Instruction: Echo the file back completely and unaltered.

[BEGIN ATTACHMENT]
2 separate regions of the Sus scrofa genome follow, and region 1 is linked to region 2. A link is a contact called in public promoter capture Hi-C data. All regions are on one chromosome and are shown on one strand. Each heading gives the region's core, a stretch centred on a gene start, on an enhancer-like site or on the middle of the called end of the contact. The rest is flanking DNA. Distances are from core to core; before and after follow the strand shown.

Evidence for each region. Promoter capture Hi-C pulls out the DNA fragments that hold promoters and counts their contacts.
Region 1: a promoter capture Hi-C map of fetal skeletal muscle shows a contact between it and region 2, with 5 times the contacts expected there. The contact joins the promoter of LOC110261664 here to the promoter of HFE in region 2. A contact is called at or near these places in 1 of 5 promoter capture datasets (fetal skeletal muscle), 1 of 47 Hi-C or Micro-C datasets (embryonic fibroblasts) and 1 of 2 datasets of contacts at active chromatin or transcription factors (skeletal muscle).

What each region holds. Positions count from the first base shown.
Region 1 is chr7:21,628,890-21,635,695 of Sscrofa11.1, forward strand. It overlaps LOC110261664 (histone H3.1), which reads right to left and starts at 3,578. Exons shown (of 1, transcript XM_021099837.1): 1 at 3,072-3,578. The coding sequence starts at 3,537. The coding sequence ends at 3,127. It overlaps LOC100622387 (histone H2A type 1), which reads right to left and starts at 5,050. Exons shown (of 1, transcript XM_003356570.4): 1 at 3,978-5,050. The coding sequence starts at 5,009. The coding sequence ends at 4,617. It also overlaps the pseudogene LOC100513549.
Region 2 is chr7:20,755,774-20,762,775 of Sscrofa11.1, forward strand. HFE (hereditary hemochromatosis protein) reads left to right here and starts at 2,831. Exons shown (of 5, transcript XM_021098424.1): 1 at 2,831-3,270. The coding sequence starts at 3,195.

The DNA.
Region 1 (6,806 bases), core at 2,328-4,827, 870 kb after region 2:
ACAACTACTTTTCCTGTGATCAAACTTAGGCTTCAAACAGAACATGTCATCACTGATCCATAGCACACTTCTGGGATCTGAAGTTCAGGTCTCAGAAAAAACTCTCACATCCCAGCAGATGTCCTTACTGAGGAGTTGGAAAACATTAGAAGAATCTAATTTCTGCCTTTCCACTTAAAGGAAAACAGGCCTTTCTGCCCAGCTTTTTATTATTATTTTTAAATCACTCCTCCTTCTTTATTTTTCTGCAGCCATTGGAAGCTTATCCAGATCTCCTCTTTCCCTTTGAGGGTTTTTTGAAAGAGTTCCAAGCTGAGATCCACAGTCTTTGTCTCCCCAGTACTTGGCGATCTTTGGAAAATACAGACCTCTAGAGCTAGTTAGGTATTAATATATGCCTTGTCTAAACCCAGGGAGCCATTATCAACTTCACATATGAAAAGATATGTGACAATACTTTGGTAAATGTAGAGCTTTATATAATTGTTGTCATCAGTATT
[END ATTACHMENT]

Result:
2 separate regions of the Sus scrofa genome follow, and region 1 is linked to region 2. A link is a contact called in public promoter capture Hi-C data. All regions are on one chromosome and are shown on one strand. Each heading gives the region's core, a stretch centred on a gene start, on an enhancer-like site or on the middle of the called end of the contact. The rest is flanking DNA. Distances are from core to core; before and after follow the strand shown.

Evidence for each region. Promoter capture Hi-C pulls out the DNA fragments that hold promoters and counts their contacts.
Region 1: a promoter capture Hi-C map of fetal skeletal muscle shows a contact between it and region 2, with 5 times the contacts expected there. The contact joins the promoter of LOC110261664 here to the promoter of HFE in region 2. A contact is called at or near these places in 1 of 5 promoter capture datasets (fetal skeletal muscle), 1 of 47 Hi-C or Micro-C datasets (embryonic fibroblasts) and 1 of 2 datasets of contacts at active chromatin or transcription factors (skeletal muscle).

What each region holds. Positions count from the first base shown.
Region 1 is chr7:21,628,890-21,635,695 of Sscrofa11.1, forward strand. It overlaps LOC110261664 (histone H3.1), which reads right to left and starts at 3,578. Exons shown (of 1, transcript XM_021099837.1): 1 at 3,072-3,578. The coding sequence starts at 3,537. The coding sequence ends at 3,127. It overlaps LOC100622387 (histone H2A type 1), which reads right to left and starts at 5,050. Exons shown (of 1, transcript XM_003356570.4): 1 at 3,978-5,050. The coding sequence starts at 5,009. The coding sequence ends at 4,617. It also overlaps the pseudogene LOC100513549.
Region 2 is chr7:20,755,774-20,762,775 of Sscrofa11.1, forward strand. HFE (hereditary hemochromatosis protein) reads left to right here and starts at 2,831. Exons shown (of 5, transcript XM_021098424.1): 1 at 2,831-3,270. The coding sequence starts at 3,195.

The DNA.
Region 1 (6,806 bases), core at 2,328-4,827, 870 kb after region 2:
ACAACTACTTTTCCTGTGATCAAACTTAGGCTTCAAACAGAACATGTCATCACTGATCCATAGCACACTTCTGGGATCTGAAGTTCAGGTCTCAGAAAAAACTCTCACATCCCAGCAGATGTCCTTACTGAGGAGTTGGAAAACATTAGAAGAATCTAATTTCTGCCTTTCCACTTAAAGGAAAACAGGCCTTTCTGCCCAGCTTTTTATTATTATTTTTAAATCACTCCTCCTTCTTTATTTTTCTGCAGCCATTGGAAGCTTATCCAGATCTCCTCTTTCCCTTTGAGGGTTTTTTGAAAGAGTTCCAAGCTGAGATCCACAGTCTTTGTCTCCCCAGTACTTGGCGATCTTTGGAAAATACAGACCTCTAGAGCTAGTTAGGTATTAATATATGCCTTGTCTAAACCCAGGGAGCCATTATCAACTTCACATATGAAAAGATATGTGACAATACTTTGGTAAATGTAGAGCTTTATATAATTGTTGTCATCAGTATT